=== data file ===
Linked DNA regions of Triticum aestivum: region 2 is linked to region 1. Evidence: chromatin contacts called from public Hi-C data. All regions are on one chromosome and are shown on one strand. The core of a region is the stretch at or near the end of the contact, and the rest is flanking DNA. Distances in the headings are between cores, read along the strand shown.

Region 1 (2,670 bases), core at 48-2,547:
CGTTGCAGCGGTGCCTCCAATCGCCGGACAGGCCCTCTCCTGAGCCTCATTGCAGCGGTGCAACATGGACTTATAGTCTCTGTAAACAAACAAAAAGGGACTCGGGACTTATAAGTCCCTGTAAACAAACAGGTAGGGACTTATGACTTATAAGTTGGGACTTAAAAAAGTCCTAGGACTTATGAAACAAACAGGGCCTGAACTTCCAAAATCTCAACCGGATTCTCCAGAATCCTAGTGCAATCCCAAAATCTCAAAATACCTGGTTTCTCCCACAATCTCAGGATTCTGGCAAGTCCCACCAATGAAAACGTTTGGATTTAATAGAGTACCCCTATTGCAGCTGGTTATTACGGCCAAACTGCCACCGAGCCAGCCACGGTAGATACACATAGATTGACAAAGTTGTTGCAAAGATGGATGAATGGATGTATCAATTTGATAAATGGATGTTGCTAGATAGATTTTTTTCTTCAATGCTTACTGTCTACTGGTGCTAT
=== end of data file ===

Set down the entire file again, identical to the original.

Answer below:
Linked DNA regions of Triticum aestivum: region 2 is linked to region 1. Evidence: chromatin contacts called from public Hi-C data. All regions are on one chromosome and are shown on one strand. The core of a region is the stretch at or near the end of the contact, and the rest is flanking DNA. Distances in the headings are between cores, read along the strand shown.

Region 1 (2,670 bases), core at 48-2,547:
CGTTGCAGCGGTGCCTCCAATCGCCGGACAGGCCCTCTCCTGAGCCTCATTGCAGCGGTGCAACATGGACTTATAGTCTCTGTAAACAAACAAAAAGGGACTCGGGACTTATAAGTCCCTGTAAACAAACAGGTAGGGACTTATGACTTATAAGTTGGGACTTAAAAAAGTCCTAGGACTTATGAAACAAACAGGGCCTGAACTTCCAAAATCTCAACCGGATTCTCCAGAATCCTAGTGCAATCCCAAAATCTCAAAATACCTGGTTTCTCCCACAATCTCAGGATTCTGGCAAGTCCCACCAATGAAAACGTTTGGATTTAATAGAGTACCCCTATTGCAGCTGGTTATTACGGCCAAACTGCCACCGAGCCAGCCACGGTAGATACACATAGATTGACAAAGTTGTTGCAAAGATGGATGAATGGATGTATCAATTTGATAAATGGATGTTGCTAGATAGATTTTTTTCTTCAATGCTTACTGTCTACTGGTGCTAT